EV smart charging regulations in the UK: Everything you need to know
From 30th June 2022, all new private EV charge points (including in the home and workplace) must comply with new EV smart charge point regulations. Here’s a quick rundown of what you should know about the new regulation: from the changes it will bring to the benefits EV drivers in the UK can anticipate.
As this uptake of EVs continues, new charge point regulations are being introduced to help future-proof the national grid - because more EVs on the road means more demand on the electricity system. According to a 2021 report by ofgem, by 2050 EVs are expected to need 65-100 TWh of electricity annually - an increase of 20-30% over today’s levels. The National Grid is preparing to meet these needs plus the daily peaks and troughs in demand. However, the reality is that a future where all of Britain’s EVs are charging at the same time is a significant challenge - one that the new smart regulations will help to solve.
EV charging regulations in the UK, explained
The new smart charging regulations will help to smooth demand on the system by preventing all charge points from initiating charging sessions at the same time and during times of peak energy use. Here’s a quick overview of how the regulations will work in practice:
Default off-peak EV charging
New charge points will be pre-configured to avoid charging during peak hours (8-11am and 4-10pm on weekdays), aimed at lightening the load on the grid by using energy at times when more is available. It is important to note that drivers will have the option to override this setting if they wish or if it is not convenient.
'Random delay' in EV charging sessions
New units will defer charging sessions by up to ten minutes from the point of plug-in. This will prevent all charge points from initiating charging sessions at the same time, thereby softening the impact on the grid. Again, drivers will have the option to override the setting (for example, if they are in a rush).
You might be wondering whether EV drivers will be sceptical of the ‘random delay’ as they’re used to knowing their EV will be fully charged when they use their car. Our EV Driver Survey Report revealed that more than half of EV drivers are actually willing to accept slower charging in order to help maximise national renewable energy usage.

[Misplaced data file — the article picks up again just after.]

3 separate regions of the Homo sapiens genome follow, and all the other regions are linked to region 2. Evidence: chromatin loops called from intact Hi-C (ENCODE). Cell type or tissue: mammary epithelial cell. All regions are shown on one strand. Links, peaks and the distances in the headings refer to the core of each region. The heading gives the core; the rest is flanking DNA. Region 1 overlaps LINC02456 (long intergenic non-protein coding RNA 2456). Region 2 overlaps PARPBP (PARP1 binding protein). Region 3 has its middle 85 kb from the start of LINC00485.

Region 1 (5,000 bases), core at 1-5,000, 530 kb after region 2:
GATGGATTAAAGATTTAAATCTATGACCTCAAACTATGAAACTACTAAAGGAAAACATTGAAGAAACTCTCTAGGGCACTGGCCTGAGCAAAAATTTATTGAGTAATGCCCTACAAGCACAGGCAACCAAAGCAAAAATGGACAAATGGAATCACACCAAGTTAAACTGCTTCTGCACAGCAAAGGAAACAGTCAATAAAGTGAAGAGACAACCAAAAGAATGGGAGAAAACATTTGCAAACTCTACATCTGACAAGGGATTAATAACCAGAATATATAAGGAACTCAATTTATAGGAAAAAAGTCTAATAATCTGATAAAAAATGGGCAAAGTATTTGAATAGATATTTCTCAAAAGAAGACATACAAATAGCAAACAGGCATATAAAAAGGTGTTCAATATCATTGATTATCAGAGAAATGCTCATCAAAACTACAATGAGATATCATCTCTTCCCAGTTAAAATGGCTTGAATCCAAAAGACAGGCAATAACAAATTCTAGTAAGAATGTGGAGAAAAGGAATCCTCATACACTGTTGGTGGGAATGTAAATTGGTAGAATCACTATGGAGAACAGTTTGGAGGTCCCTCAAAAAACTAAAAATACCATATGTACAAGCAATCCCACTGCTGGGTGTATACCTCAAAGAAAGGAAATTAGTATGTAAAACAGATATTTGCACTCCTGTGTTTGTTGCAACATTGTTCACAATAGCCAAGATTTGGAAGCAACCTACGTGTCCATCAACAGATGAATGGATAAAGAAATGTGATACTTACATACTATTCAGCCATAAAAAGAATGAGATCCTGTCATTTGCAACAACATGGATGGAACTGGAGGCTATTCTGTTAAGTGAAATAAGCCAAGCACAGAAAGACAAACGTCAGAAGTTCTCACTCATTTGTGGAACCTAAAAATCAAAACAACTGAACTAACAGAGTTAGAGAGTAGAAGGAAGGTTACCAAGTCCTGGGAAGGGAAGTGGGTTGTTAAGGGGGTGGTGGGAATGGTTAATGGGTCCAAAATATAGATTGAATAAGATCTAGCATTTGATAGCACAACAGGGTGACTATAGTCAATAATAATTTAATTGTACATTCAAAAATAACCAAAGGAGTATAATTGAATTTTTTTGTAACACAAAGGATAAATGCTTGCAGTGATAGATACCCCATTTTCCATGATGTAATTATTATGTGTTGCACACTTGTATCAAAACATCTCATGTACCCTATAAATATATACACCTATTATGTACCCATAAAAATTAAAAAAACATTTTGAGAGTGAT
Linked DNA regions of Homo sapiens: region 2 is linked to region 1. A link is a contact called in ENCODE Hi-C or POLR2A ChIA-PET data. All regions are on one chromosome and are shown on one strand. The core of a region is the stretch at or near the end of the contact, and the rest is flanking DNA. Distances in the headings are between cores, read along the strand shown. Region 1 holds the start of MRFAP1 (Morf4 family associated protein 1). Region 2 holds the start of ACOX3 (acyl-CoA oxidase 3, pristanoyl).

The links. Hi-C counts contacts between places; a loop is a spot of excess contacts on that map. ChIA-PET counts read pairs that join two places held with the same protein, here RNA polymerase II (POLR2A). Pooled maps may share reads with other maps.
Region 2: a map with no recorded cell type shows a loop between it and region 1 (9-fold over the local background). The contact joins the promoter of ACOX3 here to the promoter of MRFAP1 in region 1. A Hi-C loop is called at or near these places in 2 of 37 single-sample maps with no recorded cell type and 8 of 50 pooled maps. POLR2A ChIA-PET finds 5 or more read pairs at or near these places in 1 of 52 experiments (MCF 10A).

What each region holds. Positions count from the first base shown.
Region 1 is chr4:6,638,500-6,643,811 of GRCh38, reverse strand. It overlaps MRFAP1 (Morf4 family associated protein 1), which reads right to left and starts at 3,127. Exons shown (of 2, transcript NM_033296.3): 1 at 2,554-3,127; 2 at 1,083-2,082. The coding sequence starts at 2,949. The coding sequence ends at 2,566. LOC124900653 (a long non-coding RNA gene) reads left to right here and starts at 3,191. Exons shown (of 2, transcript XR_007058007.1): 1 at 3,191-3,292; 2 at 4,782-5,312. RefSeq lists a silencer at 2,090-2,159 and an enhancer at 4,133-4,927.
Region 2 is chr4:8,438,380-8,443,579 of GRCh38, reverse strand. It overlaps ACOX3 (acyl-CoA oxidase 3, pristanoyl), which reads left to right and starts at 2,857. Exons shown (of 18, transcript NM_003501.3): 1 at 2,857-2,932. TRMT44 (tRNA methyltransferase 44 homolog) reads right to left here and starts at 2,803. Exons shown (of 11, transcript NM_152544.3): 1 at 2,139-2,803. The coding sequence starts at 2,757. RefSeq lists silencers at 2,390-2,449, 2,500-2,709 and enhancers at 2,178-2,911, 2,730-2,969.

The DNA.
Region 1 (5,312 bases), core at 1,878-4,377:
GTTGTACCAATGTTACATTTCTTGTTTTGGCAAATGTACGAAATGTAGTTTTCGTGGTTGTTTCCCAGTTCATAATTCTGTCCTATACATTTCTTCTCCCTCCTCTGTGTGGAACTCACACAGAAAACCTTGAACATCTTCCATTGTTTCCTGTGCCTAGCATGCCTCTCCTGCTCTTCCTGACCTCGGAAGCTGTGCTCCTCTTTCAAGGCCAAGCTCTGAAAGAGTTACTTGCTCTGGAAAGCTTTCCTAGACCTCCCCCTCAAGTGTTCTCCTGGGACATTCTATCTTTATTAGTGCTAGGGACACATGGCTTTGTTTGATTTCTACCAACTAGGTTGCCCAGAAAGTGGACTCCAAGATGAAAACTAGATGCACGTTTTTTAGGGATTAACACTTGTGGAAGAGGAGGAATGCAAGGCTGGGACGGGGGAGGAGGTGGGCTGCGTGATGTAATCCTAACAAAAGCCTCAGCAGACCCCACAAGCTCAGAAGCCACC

How smart charging benefits both the grid and the driver
The legislation also introduces the possibility of some key benefits for drivers, including:
1. More renewable-conscious charging
Default off-peak charging encourages drivers to charge when there is more renewable energy available on the grid. This helps reduce the reliance on gas-fired power stations needed during periods of high demand. Sustainability remains a key priority for drivers; in fact, our latest EV Driver Survey Report shows that over half of EV drivers would accept slower charging if this would support renewable usage.
2. A better user experience
With the change in regulations it will be mandatory for charge points to be online connected, drivers will benefit from additional functionality including remote control, access to visible insights and history around charging, energy usage and costs. These functionalities will give drivers much more choice and control over how they charge.
3. Reduced EV charging costs
Our latest survey of EV drivers also revealed that cost is significant to the future of EV adoption, with 68% of drivers expressing that they are worried about the impact of rising electricity prices on vehicle ownership costs. With the new smart charging regulation, drivers can benefit from reduced energy bills as new charge points will allow drivers to set their own charging schedules to utilise cheaper overnight energy tariffs.
What's next for EV smart charging?
As EVs continue to play an increasing role in the energy transition, the new smart charging regulations are a first step in helping ensure that charge points have the functionality to charge smartly and in a cost-effective way.
In the future, EV drivers will be able to sign up to provide additional flexibility to the energy system by agreeing to defer their charging at times of high demand to support the Distribution Network Operator or the Electricity System Operator. In exchange, these drivers can benefit from higher savings on their energy bills. This service is called Demand Side Response, and all new charge points sold from the 30th June will have the necessary functionality to support this.
It’s important to note that this service is already commonplace in the industrial and commercial sectors: many factories receive financial incentives to pause their manufacturing processes when demand on the grid is particularly high. The UK government plans to introduce further legislation to encourage the development of similar services for EV drivers.
In terms of future innovation, this is an exciting time for the EV industry. Shell Recharge Solutions is also well-positioned to provide these new services. Back in 2018, we were the first Charge Point Operator in the Netherlands to receive a licence to offer grid balancing services by using Vehicle to Grid (V2G) technology. V2G technology enables the electricity stored in the batteries of electric cars to be made available to the grid at times of high demand.
We aim to continue to be at the forefront as the industry and regulations continue to evolve. By investing in smart technologies and making charging easier, we are helping to enable cleaner transportation for everyone and drive a low-carbon future, together.